“When you get as sick as I got, you just gotta wake up,” Evans said.
After visiting doctors, taking medications and trying various diets, Evans decided to make a lifestyle change in August 2012. Almost one year and 55 pounds later, she now eats a diet that is mostly organic and vegan, and relies heavily on locally grown fruits and vegetables.
“The farmers markets have been wonderful because I needed organic foods,” Evans said. “With the farmers markets, you’re forced to eat seasonally.”
Prior to changing her eating habits, Evans said she would eat out on a regular basis and drink two and a half liters of Diet Coke a day.
Now she visits the Oxford and Jacksonville farmers markets on a regular basis. Each day, Evans eats raw fruits and vegetables or juices them. She hopes to grow her own garden one day.
“When you go to the doctor at the size and weight I was, they look at you and say ‘let’s treat the symptoms,’” Evans said. “I don’t think they believe you can make a change. They tell them to take this pill and not to eat too many biscuits.”
Evans developed her new lifestyle by researching nutrition. She watches an Edible Education seminar video every day.
“Eating local will play a tremendous role in sustaining this lifestyle,” Evans said. “You need the cleanest source of food.”
Losing weight is wonderful, she said, but it’s more about being healthy. Evans’ blood pressure and sugar levels are normal, and her joint pain is gone. She does not take any medication and says she plans to bury her sleep apnea machine in the backyard soon.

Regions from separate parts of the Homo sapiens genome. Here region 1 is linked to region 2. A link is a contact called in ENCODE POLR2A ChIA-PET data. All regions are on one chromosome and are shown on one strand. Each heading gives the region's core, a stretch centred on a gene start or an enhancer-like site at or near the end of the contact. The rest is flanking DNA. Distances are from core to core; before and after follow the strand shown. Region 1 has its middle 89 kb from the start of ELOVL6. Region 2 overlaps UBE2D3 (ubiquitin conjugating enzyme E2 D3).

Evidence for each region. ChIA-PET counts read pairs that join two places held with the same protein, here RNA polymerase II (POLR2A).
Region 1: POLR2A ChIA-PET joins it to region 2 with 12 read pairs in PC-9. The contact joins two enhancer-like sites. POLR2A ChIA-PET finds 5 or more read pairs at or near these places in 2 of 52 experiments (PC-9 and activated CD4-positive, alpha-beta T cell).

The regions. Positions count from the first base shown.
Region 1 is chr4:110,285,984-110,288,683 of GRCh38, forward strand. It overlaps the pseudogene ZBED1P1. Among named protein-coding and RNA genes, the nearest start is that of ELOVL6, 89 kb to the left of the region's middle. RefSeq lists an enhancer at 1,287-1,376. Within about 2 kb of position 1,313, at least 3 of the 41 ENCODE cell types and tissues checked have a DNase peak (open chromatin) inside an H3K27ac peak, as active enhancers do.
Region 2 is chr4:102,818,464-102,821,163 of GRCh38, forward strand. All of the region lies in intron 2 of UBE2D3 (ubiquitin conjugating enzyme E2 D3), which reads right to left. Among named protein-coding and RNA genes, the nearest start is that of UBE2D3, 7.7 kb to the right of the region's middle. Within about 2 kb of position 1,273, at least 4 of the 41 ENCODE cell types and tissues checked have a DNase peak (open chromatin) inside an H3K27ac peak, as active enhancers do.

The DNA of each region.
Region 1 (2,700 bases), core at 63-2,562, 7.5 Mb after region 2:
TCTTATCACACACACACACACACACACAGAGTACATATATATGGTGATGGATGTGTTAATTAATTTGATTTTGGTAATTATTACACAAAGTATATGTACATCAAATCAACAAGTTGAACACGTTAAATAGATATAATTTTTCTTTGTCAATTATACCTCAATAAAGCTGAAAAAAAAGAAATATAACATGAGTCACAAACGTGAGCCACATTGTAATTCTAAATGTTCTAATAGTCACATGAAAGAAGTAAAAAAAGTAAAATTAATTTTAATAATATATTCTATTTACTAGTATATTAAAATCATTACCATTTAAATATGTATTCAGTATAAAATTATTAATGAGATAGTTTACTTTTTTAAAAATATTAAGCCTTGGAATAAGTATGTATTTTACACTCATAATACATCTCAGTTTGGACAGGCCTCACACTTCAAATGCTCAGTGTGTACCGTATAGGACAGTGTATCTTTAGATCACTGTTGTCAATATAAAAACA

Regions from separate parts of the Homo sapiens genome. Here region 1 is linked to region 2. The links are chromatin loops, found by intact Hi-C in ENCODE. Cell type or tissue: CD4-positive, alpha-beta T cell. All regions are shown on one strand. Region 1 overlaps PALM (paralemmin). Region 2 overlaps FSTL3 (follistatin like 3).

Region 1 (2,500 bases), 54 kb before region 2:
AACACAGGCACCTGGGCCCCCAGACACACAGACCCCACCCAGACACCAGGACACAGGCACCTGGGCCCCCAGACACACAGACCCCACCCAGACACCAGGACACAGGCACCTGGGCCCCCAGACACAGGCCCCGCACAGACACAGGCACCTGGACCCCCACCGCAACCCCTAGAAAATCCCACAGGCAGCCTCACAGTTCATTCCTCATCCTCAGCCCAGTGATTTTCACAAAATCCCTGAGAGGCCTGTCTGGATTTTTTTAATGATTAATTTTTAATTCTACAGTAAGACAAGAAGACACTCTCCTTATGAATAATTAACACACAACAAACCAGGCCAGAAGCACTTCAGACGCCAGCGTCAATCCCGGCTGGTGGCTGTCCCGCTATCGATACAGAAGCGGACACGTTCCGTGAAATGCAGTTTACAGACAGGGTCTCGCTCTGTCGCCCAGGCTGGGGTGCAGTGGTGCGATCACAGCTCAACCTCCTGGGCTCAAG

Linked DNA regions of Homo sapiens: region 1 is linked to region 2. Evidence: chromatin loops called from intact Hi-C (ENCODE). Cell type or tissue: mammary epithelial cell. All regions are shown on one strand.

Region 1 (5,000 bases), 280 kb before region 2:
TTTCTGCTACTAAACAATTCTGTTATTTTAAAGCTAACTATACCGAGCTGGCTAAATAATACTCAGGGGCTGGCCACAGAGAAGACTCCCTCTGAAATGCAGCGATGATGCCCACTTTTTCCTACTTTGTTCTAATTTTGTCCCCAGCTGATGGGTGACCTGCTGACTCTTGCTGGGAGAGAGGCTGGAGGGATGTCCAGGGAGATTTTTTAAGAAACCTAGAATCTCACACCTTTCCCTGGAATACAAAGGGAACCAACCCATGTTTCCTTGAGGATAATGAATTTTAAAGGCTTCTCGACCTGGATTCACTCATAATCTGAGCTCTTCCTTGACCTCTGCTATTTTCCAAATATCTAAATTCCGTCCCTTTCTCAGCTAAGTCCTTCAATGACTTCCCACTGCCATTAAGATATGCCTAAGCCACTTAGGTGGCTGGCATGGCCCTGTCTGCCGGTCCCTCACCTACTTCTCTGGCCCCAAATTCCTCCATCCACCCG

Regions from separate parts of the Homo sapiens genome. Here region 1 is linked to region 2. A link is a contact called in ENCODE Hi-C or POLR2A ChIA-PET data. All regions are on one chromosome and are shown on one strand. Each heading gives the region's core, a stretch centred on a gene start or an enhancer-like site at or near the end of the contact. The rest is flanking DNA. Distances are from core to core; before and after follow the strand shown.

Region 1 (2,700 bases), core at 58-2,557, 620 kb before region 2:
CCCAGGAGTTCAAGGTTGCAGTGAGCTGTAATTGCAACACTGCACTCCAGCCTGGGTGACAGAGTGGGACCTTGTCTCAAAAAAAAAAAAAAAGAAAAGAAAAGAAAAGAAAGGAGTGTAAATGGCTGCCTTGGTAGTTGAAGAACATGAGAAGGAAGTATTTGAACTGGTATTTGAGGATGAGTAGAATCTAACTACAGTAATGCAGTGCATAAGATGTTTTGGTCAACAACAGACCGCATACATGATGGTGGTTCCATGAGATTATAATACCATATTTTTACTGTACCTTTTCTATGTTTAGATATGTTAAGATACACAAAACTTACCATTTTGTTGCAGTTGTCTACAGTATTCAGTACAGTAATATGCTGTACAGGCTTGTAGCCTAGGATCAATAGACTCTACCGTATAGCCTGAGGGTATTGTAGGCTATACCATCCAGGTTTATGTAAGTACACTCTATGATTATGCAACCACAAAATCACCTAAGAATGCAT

Trust your farmer
Eating healthy starts before the food ever makes it into the kitchen. Pesticides, genetically modified organisms (GMOs), MSG and sodium nitrate can be found in produce, dairy and meat products, which can have harmful effects like cancer, according to the World Cancer Research Fund. Alabama farmers, residents and experts say eating local, organic food is not only healthier, but also boosts the local economy.
Debra Goodwin, assistant professor of nutrition and head of the family and consumer sciences department at Jacksonville State University, said locally grown produce has more nutritional benefits than that found in grocery stores. Food that is grown in the same environment as the consumer has enzymes that can prevent health issues and help allergies, she said.
“In addition, fresher may mean less nutrient loss — especially of the water-soluble vitamins such as vitamin C — during storage and/or transportation,” Goodwin wrote in an e-mail.
And there is generally less chance of microbial contamination because locally grown fruits and vegetables are typically handled by few individuals and not transported long distances.
“If locally grown products are produced by organic methods, there is less chance of pesticide residue and therefore less chance of potential health issues,” she said.
Some local grocery stores carry produce grown in Alabama — tomatoes at Walmart and peaches and tomatoes at Winn-Dixie — but the majority of their produce travels from other states and countries. David West, Calhoun County coordinator for the state’s agricultural extension service, said people need to be aware of what is in season for their community.
“Grocery stores have all vegetables year around,” West said. “That’s not how crops work. Your advantage of buying locally is trusting your farmer to deliver a product at its peak because it has only traveled 20 miles rather than 2,000 miles.”